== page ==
No fossil fuels but methanol is fine? And now its a reformer again?
     
  9. Frog4
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    Frog4 Proletariat

    it is an EXAMPLE ... wow ...

    Use an MEA fuel cell with plain ole RO/DI water and you take out the whole "reformer" example ...
     
  10. RayThackeray
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    RayThackeray Senior Member

    If you're using methanol, you're back to consuming fossil fuels.

    I hereby bet you $1,000,000 that the systems you've been proposing will be no more efficient for propulsion than a common diesel engine. Now it's up to you to try to collect - but it'll take proof.

    In the meantime, a conventional diesel/electric hybrid or use of hydrogen as stored energy should be more efficient within limits, and neither of these will break the laws of thermodynamics.
     
  11. Frog4
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    Frog4 Proletariat

    You're correct. But we are not using fossil fuel, except on the front end, i.e. component manufacturing.

    Actually current systems are pushing 70% efficiency compared to ICE which are lucky to get 20%. As far as "proof", I'm not a Google/Research Mommy. I'll send my knuckle draggers over to bust kneecaps and break fingers :)

    This system doesn't break any "laws".
     
  12. Mick@itc
    Joined: Jan 2011
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    Mick@itc Junior Member

    Gee this is going well...

    I was hoping to read something about hybrid electric populsion for boats, not a long rather nasty discussion about fuel cells, etc. Can we get back to to boat propulsion and take this conversion into a new thread titled Fuel cell technology facts or maybe a seperate one on efficiency/effectiveness calcs for solar/hydrogen production.
    Regardless, can we get some input from people on why the weight of the batteries seem to be the deal breaker in most proposed systems. There seems to be a cost/weight tradeoff that seems to be a killer. would love to hear some thoughts and facts on this.
    Thnaks
    Mick
     
  13. WestVanHan
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    WestVanHan Not a Senior Member

    Seriously?

    Ok,I'll tell you: they are full of lead and ARE TOO HEAVY.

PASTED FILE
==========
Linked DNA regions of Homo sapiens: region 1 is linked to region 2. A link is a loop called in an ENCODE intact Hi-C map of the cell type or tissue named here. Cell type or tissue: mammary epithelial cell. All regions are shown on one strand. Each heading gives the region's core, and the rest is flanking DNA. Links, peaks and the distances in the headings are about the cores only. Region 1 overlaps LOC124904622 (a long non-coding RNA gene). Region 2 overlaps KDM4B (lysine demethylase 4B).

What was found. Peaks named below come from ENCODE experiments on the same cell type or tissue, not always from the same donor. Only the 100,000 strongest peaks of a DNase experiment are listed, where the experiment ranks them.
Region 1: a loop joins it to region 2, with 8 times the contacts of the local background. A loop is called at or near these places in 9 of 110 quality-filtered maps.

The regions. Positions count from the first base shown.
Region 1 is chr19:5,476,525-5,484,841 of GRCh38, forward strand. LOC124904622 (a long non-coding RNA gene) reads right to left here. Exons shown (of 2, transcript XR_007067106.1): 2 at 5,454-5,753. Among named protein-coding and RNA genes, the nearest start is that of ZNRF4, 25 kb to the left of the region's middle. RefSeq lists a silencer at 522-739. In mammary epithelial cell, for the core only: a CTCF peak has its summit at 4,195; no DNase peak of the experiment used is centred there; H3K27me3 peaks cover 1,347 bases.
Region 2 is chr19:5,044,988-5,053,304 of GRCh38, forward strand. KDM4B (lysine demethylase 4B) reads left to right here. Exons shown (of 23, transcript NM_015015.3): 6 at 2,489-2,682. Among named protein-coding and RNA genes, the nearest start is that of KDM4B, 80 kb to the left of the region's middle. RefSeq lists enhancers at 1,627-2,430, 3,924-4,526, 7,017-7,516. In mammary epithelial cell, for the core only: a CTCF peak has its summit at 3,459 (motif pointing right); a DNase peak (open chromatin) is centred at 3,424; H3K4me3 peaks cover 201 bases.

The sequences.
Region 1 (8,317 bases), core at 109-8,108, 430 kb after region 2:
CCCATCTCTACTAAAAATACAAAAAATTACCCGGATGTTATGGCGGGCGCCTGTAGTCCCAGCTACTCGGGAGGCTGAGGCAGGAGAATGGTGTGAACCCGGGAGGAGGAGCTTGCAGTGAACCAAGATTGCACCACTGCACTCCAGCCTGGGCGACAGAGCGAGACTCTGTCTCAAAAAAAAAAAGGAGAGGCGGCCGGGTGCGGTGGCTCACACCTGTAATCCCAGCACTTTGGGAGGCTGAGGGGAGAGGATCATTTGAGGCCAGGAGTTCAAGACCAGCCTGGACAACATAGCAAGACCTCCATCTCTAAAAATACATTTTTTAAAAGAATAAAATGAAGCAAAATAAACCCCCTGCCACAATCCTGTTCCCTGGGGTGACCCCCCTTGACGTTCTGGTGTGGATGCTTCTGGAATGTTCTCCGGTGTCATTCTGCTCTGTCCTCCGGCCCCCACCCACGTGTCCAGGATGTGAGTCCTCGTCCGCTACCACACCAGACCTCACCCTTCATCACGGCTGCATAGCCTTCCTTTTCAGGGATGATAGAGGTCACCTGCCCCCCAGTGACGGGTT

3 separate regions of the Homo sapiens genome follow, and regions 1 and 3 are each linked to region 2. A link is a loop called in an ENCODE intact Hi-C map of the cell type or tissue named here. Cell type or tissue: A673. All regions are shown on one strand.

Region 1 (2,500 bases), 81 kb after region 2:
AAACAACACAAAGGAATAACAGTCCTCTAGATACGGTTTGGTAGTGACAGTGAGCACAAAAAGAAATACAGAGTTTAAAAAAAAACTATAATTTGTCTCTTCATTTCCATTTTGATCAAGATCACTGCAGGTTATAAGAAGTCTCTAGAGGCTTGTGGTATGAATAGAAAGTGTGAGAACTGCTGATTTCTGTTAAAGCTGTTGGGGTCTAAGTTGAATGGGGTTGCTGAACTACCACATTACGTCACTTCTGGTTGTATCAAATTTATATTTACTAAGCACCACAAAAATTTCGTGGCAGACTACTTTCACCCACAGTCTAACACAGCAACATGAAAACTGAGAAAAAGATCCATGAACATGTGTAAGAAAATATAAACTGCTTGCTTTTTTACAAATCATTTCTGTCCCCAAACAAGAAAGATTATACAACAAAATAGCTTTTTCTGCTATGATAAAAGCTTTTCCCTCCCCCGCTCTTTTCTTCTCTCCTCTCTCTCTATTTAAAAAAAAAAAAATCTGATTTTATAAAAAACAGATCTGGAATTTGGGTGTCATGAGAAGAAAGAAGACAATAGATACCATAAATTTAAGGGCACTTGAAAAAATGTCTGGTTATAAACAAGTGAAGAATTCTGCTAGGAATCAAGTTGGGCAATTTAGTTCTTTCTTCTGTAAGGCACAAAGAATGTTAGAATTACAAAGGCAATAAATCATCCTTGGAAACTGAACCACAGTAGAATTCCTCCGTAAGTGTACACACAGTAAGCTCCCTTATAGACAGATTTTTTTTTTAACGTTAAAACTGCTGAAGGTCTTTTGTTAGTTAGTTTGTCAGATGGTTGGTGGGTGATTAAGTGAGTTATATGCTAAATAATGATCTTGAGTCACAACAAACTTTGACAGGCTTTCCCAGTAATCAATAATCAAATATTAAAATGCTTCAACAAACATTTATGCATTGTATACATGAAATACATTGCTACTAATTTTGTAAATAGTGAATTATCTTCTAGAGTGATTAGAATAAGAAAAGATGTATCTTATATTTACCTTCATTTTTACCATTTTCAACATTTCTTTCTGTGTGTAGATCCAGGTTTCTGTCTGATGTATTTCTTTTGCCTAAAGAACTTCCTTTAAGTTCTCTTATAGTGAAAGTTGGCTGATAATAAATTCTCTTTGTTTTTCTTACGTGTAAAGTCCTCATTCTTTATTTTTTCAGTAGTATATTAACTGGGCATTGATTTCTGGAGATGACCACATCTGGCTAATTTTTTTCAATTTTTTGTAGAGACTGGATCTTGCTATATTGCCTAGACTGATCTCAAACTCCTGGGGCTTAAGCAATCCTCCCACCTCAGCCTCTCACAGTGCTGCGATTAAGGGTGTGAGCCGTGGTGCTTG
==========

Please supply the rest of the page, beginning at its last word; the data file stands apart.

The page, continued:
Though I doubt this will kill discussion on the matter,here is the battery sizer from Lifeline:
    http://www.lifelinebatteries.com/marinesizing.php

    Enter in 48 Volts and say 300 amps to get you say 15 kW. At 5 hours reserve,so enough to get you ~40 miles in a decent sailboat,you will need 56 of these:
    http://www.lifelinebatteries.com/marineflyer.php?id=8

    They're 156 pounds and you'll need 56 of them.

    Thats 8700 pounds.

    End of story.
     
  14. Kay9
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    Kay9 1600T Master

    Dont forget the 5 year replacement cost of the Batts and the Controller....Everytime I do the calculations its roughly what i would have spent on a new motor and the fuel to run it.
     

  15. kerosene
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    kerosene Senior Member

    this is from another thread for comparison

    Lets see how that 5000 liters compares to what your boat can do. (his boat assumes following: battery: 108KWH ,i.e. 90 pcs deep cycle batteries (100Ah 12V)=3000KGs)


    5000l * 800g/l (density) * 200g/kwh(diesel effciency) = 20,000kwh

    so we get 20,000kwh from 5000l diesel. How many cycles on the batteries does that equal.

    your battery is 108kwh nominal. Much over 50% depth of discharge will kill the lead acid batteries in no time but i will give you depth of discharge 66%. Also in these calculations I am not counting in any losses in your electric power train (at least 10-20% losses)

    20,000kwh/(108kwh*0.66)=280.6 cycles

    so your windboat would have to drain the batteries 280 times to equal same amount of energy as the diesel numbers you suggested.
    -----
    More sensible numbers for your boat would be a cycle a week. Which would be ~70kwh/week ~3600kwh/year. That would equal 900L of diesel/year.

    I am not penalizing you for far less optimal boat shape and weight that would probably make significant difference in hull efficiency in favor of the diesel.

    ---


    The drivel above is for "windboat's" boat which would (supposedly) get 14nm range out of his 108kwh battery pack. Just 20hp with 108kwh lead acid pack will runs dry in under 5 hours. (108kwh*0.66(depth of discharge)/ 20hp*.735(hp to kw)=4.8h).
    3000kg of "fuel" to run small motor for 5h with nowhere to go when it runs out. Not so attractive. Also the batteries cost $15000+, so $3000-5000 /year.







    the combination of factors makes electric only interesting or feasible in very small boats (row boat) or specialty applications where things like reduced noise are more important that financial/efficiency matters.